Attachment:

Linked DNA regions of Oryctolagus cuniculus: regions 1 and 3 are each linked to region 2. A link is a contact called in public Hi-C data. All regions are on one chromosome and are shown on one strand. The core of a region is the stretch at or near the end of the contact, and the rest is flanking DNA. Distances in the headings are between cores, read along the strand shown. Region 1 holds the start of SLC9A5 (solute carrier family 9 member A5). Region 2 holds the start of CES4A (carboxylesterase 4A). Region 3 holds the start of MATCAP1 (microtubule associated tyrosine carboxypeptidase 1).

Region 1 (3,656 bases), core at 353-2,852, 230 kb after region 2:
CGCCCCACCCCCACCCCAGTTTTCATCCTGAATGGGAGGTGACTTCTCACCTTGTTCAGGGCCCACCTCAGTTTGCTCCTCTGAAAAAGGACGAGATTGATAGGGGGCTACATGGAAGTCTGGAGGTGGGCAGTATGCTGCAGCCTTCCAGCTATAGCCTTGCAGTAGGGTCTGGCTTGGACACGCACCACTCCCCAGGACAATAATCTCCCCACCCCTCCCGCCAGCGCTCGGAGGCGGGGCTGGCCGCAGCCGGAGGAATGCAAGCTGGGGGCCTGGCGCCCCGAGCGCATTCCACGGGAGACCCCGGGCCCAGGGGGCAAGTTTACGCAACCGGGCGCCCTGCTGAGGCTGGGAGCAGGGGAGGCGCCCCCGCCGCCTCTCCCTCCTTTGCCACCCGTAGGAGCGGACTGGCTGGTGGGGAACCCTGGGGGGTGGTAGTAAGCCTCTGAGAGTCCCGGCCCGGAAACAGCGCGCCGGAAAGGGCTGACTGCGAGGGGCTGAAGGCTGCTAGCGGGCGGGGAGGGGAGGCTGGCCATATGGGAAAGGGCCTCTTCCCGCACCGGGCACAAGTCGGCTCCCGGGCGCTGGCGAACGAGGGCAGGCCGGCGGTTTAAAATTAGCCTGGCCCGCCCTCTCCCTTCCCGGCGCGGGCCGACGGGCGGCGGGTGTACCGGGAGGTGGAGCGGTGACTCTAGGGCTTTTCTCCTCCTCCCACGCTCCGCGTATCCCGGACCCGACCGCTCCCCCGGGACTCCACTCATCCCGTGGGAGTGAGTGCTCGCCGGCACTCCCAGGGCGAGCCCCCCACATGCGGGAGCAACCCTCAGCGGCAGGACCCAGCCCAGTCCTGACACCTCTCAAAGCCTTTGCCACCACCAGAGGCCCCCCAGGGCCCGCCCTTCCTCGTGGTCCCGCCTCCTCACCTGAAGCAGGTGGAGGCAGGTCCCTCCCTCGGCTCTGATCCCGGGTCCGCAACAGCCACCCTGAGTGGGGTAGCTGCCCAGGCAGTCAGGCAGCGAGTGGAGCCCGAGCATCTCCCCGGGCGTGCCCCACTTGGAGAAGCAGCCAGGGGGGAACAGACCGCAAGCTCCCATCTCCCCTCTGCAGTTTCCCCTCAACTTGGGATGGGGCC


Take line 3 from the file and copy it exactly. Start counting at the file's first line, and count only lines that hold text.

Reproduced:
CGCCCCACCCCCACCCCAGTTTTCATCCTGAATGGGAGGTGACTTCTCACCTTGTTCAGGGCCCACCTCAGTTTGCTCCTCTGAAAAAGGACGAGATTGATAGGGGGCTACATGGAAGTCTGGAGGTGGGCAGTATGCTGCAGCCTTCCAGCTATAGCCTTGCAGTAGGGTCTGGCTTGGACACGCACCACTCCCCAGGACAATAATCTCCCCACCCCTCCCGCCAGCGCTCGGAGGCGGGGCTGGCCGCAGCCGGAGGAATGCAAGCTGGGGGCCTGGCGCCCCGAGCGCATTCCACGGGAGACCCCGGGCCCAGGGGGCAAGTTTACGCAACCGGGCGCCCTGCTGAGGCTGGGAGCAGGGGAGGCGCCCCCGCCGCCTCTCCCTCCTTTGCCACCCGTAGGAGCGGACTGGCTGGTGGGGAACCCTGGGGGGTGGTAGTAAGCCTCTGAGAGTCCCGGCCCGGAAACAGCGCGCCGGAAAGGGCTGACTGCGAGGGGCTGAAGGCTGCTAGCGGGCGGGGAGGGGAGGCTGGCCATATGGGAAAGGGCCTCTTCCCGCACCGGGCACAAGTCGGCTCCCGGGCGCTGGCGAACGAGGGCAGGCCGGCGGTTTAAAATTAGCCTGGCCCGCCCTCTCCCTTCCCGGCGCGGGCCGACGGGCGGCGGGTGTACCGGGAGGTGGAGCGGTGACTCTAGGGCTTTTCTCCTCCTCCCACGCTCCGCGTATCCCGGACCCGACCGCTCCCCCGGGACTCCACTCATCCCGTGGGAGTGAGTGCTCGCCGGCACTCCCAGGGCGAGCCCCCCACATGCGGGAGCAACCCTCAGCGGCAGGACCCAGCCCAGTCCTGACACCTCTCAAAGCCTTTGCCACCACCAGAGGCCCCCCAGGGCCCGCCCTTCCTCGTGGTCCCGCCTCCTCACCTGAAGCAGGTGGAGGCAGGTCCCTCCCTCGGCTCTGATCCCGGGTCCGCAACAGCCACCCTGAGTGGGGTAGCTGCCCAGGCAGTCAGGCAGCGAGTGGAGCCCGAGCATCTCCCCGGGCGTGCCCCACTTGGAGAAGCAGCCAGGGGGGAACAGACCGCAAGCTCCCATCTCCCCTCTGCAGTTTCCCCTCAACTTGGGATGGGGCC